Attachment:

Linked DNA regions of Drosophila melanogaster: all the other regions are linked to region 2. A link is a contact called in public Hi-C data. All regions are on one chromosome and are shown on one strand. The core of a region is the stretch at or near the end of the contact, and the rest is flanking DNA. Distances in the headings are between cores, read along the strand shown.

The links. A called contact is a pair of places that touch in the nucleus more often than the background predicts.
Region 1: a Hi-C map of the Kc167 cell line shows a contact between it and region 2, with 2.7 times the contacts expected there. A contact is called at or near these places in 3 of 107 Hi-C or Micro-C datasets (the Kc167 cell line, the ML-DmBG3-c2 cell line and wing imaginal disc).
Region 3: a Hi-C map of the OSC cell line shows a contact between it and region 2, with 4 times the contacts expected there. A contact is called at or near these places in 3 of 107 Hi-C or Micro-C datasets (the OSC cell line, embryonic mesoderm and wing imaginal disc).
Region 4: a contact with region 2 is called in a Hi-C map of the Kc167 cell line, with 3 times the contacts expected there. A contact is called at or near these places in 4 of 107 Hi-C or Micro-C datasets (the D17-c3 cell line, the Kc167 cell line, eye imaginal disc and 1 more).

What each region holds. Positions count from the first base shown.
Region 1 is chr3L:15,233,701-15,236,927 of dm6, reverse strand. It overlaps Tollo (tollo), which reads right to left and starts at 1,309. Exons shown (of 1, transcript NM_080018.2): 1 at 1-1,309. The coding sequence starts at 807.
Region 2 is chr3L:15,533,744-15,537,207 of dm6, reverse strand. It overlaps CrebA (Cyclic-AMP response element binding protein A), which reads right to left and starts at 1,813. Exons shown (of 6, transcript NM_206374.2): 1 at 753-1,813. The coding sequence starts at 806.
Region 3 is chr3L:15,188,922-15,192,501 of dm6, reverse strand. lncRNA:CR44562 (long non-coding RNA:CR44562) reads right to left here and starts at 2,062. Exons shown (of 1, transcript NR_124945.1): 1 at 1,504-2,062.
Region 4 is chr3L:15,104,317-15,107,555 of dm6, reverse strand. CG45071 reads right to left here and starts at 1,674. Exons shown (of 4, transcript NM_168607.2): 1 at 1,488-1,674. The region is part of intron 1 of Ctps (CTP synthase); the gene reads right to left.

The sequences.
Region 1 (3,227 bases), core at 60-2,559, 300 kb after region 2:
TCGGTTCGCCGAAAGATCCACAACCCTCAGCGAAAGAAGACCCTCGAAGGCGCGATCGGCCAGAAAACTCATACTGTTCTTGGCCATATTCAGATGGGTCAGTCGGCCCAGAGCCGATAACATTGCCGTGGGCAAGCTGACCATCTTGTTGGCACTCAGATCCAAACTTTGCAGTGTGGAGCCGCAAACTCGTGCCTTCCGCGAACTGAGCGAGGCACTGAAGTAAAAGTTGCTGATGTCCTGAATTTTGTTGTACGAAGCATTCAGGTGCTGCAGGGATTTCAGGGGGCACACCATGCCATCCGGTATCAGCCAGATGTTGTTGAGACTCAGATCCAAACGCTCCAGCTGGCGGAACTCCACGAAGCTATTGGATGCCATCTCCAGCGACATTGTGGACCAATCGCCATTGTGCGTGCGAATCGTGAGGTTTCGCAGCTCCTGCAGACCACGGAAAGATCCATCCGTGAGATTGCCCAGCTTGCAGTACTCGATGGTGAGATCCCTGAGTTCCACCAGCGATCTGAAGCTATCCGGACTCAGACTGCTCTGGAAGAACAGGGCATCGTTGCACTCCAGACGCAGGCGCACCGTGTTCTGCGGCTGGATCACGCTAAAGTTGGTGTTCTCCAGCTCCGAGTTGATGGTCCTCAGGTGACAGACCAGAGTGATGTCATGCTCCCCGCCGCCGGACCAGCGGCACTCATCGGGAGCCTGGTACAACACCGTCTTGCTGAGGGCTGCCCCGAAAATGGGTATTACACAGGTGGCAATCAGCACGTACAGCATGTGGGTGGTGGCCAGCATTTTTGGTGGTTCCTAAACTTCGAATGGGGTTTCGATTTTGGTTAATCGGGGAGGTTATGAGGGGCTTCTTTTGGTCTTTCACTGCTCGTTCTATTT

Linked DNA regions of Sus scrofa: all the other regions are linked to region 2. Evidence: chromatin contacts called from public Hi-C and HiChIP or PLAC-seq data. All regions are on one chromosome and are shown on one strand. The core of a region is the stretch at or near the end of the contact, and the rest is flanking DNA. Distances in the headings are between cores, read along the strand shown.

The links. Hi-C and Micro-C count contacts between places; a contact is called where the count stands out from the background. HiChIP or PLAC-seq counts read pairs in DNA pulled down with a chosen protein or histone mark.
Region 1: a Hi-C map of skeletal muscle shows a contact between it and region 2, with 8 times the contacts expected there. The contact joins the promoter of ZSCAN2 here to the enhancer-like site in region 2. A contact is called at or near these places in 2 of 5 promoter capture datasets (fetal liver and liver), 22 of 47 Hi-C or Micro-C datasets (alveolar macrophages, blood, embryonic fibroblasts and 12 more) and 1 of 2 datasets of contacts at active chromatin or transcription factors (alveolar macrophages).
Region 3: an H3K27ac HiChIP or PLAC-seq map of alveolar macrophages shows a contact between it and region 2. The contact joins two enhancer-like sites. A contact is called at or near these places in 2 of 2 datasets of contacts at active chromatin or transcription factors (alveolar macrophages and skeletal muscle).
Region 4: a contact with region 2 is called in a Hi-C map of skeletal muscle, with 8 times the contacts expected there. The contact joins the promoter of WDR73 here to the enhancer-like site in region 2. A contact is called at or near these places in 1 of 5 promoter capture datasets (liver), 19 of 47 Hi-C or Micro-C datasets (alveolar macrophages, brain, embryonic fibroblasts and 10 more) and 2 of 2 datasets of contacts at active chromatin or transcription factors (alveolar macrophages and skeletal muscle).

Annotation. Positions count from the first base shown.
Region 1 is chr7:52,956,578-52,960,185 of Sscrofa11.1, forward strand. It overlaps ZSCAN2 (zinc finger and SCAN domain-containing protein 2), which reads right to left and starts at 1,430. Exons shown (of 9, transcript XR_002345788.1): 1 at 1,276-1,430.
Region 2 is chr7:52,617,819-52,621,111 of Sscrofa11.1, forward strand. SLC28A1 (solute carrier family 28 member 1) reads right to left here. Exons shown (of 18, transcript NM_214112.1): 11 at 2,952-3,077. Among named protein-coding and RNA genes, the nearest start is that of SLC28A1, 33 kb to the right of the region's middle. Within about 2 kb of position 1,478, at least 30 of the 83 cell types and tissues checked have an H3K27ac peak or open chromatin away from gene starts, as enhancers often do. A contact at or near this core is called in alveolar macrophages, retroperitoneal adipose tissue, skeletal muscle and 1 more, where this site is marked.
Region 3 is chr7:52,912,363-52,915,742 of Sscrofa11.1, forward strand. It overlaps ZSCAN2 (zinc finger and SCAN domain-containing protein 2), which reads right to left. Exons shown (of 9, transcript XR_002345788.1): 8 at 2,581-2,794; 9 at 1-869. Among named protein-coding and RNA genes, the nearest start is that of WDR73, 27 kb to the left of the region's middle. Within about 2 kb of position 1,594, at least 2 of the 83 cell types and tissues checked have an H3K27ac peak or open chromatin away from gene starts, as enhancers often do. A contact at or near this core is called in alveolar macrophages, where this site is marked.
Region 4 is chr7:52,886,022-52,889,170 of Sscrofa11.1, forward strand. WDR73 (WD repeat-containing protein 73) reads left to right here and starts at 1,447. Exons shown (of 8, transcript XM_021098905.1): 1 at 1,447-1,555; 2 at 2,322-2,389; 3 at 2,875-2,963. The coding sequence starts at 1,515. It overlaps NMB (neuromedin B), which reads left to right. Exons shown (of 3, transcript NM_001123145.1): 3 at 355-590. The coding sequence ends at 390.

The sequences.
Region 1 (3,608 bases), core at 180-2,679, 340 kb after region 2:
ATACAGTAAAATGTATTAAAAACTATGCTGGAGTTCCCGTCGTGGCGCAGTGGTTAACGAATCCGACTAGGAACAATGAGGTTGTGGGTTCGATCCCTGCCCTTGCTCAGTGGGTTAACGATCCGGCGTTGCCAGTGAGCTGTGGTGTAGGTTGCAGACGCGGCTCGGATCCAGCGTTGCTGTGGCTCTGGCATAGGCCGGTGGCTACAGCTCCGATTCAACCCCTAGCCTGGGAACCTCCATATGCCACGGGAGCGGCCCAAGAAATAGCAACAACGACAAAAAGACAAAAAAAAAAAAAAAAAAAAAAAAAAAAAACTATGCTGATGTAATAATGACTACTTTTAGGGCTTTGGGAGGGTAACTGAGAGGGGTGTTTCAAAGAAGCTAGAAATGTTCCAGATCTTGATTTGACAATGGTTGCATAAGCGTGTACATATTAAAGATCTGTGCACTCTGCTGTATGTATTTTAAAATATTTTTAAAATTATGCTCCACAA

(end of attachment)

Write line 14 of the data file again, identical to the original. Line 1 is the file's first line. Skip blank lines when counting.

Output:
Linked DNA regions of Sus scrofa: all the other regions are linked to region 2. Evidence: chromatin contacts called from public Hi-C and HiChIP or PLAC-seq data. All regions are on one chromosome and are shown on one strand. The core of a region is the stretch at or near the end of the contact, and the rest is flanking DNA. Distances in the headings are between cores, read along the strand shown.